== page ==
Know how to deal:
Good candidates may be more readily available than ever before but that doesn't mean it'll be any easier to close the deal. Know what you're willing to pay. Know what you can offer in terms of compensation. Some candidates may value flexible work hours or the ability to work from home more than a higher paycheck. Unlike big companies, you can better custom tailor a compensation package to each candidate. Simply ask them what it will take for them to take the leap of faith.
Mine that network:
Get the word out that you're looking to hire that ideal candidate. Hit up recruiters. Call up friends and colleagues. Subtly drop the word at social media sites like LinkedIn or business groups you belong to. Just as important: Don't overlook your own staff. Tim Marston, senior recruiter at
, says some 70% of new hires come from employee referrals in one of the teams he works with. These hires tend to stay longer and prove to be a better fit with the company.
At the same time, don't staff with only people who are like you or your employees. "The best diversity is the diversity of thought," says Todd Raphael, editor in chief of
If you've got some potentials coming in, be sure to pay attention to what they have to say. Details like work history and education are important, but equally paramount to Ford Myers, president of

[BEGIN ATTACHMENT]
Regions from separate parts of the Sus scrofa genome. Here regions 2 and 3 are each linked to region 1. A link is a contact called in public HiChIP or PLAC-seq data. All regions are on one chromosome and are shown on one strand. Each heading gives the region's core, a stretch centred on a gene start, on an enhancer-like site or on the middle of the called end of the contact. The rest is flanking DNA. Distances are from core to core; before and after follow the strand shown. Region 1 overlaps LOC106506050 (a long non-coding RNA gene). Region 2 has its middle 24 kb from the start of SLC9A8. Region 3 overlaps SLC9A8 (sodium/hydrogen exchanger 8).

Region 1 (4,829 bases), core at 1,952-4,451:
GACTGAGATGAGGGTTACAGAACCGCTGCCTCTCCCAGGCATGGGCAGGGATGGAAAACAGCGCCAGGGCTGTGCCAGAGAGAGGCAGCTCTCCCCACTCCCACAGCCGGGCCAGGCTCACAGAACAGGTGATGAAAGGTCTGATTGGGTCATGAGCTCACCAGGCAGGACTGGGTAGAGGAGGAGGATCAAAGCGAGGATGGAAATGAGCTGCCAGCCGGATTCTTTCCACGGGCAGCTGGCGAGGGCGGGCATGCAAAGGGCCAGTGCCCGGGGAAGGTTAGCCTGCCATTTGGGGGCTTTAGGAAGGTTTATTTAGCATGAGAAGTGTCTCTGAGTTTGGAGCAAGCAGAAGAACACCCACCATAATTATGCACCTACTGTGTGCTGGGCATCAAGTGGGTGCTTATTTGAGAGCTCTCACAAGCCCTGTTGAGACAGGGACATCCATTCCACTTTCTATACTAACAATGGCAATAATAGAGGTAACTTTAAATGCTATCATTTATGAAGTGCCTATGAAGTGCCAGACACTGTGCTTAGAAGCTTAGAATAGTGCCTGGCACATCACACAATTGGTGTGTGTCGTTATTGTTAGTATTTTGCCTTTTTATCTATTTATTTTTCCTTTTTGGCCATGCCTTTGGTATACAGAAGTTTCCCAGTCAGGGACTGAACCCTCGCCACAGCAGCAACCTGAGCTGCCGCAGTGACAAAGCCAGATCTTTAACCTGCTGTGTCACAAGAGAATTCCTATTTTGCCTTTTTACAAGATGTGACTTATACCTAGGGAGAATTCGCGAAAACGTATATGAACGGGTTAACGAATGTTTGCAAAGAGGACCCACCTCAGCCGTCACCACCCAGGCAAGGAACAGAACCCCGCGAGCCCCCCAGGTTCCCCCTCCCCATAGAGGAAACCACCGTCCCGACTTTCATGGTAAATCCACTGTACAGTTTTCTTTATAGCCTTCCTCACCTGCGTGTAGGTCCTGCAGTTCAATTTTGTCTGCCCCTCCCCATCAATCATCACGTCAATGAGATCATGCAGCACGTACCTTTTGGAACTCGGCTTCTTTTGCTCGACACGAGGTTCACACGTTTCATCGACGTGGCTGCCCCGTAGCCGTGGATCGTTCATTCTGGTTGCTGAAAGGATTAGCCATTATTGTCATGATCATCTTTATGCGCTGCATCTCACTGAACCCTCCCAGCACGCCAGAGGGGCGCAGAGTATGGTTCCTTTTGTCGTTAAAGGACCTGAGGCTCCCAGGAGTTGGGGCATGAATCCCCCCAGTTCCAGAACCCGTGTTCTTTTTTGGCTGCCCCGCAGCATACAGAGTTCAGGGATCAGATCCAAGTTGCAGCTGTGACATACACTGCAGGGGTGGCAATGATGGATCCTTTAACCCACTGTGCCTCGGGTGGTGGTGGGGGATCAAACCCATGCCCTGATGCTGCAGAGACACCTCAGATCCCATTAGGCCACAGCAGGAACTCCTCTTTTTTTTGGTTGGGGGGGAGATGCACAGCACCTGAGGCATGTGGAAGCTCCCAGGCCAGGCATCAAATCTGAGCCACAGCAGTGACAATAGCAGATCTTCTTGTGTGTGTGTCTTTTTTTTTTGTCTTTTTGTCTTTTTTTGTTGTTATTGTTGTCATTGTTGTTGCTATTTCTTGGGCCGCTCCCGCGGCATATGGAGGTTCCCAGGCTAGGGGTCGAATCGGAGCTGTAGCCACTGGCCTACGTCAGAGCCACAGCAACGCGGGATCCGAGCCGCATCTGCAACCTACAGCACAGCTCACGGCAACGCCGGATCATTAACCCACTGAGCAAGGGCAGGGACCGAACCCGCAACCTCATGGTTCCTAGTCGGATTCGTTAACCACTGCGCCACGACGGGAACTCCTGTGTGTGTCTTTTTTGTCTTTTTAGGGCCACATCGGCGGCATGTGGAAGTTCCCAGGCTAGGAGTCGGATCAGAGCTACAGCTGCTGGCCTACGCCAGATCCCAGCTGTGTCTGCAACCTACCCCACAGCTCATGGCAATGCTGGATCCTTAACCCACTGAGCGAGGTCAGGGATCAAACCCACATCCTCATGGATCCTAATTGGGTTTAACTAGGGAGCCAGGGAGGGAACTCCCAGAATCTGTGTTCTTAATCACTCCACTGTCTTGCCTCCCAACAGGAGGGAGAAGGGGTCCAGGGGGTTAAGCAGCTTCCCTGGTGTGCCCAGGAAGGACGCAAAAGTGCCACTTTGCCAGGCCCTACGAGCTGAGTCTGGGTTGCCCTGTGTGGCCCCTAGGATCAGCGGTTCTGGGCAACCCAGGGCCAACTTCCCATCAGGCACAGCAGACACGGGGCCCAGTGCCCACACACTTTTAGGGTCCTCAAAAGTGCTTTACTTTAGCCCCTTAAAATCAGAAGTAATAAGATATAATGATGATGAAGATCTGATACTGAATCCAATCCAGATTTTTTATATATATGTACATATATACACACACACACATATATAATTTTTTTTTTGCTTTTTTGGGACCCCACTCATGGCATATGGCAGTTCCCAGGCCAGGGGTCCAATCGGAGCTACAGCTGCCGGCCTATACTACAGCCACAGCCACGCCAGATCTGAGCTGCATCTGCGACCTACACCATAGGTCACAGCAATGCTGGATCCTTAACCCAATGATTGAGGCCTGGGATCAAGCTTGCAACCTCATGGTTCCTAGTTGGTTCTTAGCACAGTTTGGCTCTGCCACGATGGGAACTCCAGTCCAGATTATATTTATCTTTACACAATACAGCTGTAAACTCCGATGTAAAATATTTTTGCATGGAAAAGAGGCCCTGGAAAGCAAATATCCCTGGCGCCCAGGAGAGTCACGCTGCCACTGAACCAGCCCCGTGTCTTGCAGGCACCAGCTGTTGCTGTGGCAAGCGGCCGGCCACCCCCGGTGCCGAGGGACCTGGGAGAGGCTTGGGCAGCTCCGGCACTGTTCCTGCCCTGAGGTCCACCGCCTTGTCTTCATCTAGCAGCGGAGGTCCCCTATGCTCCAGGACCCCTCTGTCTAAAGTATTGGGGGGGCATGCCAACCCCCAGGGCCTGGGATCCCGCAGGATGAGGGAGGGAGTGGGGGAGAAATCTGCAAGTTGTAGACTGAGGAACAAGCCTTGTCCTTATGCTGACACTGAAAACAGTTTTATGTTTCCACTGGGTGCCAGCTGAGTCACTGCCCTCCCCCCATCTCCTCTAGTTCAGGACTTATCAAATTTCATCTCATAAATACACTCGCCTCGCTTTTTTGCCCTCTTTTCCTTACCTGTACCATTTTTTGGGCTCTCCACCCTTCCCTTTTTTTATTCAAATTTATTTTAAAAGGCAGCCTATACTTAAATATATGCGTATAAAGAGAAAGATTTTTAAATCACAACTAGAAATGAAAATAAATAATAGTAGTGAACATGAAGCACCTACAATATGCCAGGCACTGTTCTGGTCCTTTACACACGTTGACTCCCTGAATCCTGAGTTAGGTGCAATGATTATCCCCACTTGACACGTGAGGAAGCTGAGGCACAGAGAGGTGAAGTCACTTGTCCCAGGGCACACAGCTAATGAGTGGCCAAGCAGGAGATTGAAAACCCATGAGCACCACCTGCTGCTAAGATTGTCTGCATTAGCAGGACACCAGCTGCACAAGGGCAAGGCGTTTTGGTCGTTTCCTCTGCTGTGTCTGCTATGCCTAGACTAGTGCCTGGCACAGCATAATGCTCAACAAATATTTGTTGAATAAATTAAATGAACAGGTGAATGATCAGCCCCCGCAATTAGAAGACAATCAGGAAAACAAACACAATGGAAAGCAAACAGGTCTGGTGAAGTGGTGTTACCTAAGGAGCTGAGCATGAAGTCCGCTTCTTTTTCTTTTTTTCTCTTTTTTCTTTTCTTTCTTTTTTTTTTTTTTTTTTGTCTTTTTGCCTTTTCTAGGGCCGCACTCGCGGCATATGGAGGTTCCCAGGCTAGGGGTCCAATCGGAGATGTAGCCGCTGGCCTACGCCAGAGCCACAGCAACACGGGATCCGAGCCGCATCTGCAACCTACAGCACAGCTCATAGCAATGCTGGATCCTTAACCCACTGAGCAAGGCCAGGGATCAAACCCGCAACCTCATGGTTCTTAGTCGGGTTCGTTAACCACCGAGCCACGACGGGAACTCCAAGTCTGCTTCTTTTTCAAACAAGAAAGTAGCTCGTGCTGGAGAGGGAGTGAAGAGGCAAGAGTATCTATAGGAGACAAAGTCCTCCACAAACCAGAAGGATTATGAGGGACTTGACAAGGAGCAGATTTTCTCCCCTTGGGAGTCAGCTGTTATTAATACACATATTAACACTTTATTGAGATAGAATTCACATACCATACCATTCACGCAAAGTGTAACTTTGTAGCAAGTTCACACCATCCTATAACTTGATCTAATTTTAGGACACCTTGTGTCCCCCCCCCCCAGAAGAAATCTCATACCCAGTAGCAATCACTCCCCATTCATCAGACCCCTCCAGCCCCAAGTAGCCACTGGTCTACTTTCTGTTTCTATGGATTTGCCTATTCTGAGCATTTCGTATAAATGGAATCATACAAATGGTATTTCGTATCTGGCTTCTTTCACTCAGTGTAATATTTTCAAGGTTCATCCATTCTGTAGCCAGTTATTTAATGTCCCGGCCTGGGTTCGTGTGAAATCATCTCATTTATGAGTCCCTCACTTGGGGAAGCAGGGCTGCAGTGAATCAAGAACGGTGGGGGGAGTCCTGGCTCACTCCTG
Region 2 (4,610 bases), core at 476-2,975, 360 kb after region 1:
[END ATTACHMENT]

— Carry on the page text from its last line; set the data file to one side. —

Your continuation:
, is how subjects respond to questions about their accomplishments. "If they have an answer, I'm thinking, 'Can I transfer this person's achievements seamlessly to my company and culture,' " says Myers, who is also author of "Get the Job You Want, Even When No One's Hiring" (Wiley).
The right candidate will be someone who is already working for you during the interview, he adds. The interview is more dialogue than interrogation and the subject is asking equally probing questions about your needs and expectations and thinking about solutions.
Who is Mr. or Ms. Perfect?
Skills vary, depending on the job, but experts agree that the best candidates for small businesses are those who have an understanding of the customer and know how to generate revenue. They are driven, self-motivated, and don't think this is a job. They like challenges, want change and are adaptable. They network, proselytize for you and inspire. They don't accept the status quo and want to do better.
In Silicon Valley, the engineers in highest demand are those "who have a natural curiosity about things," says Michael A. Morell, managing partner at
. "If they only know one to two languages, then this is just a job to them. The best know five to six languages and are looking to learn new ones. They are always trying to figure things out, are on every social network, and are always looking at new features."
When to hire?
You've done your homework and laid the groundwork for an efficient hiring process. But sometimes the best hires are the ones you don't necessarily plan for. If you find someone who "can be a game-changer for your business," says ERE Media's Raphael, "gobble him or her up and then figure out what they're going to do afterwards."
Lan Nguyen is a freelance writer based in New York City. She has written for the New York Daily News, The Wall Street Journal, Worth magazine and Star magazine.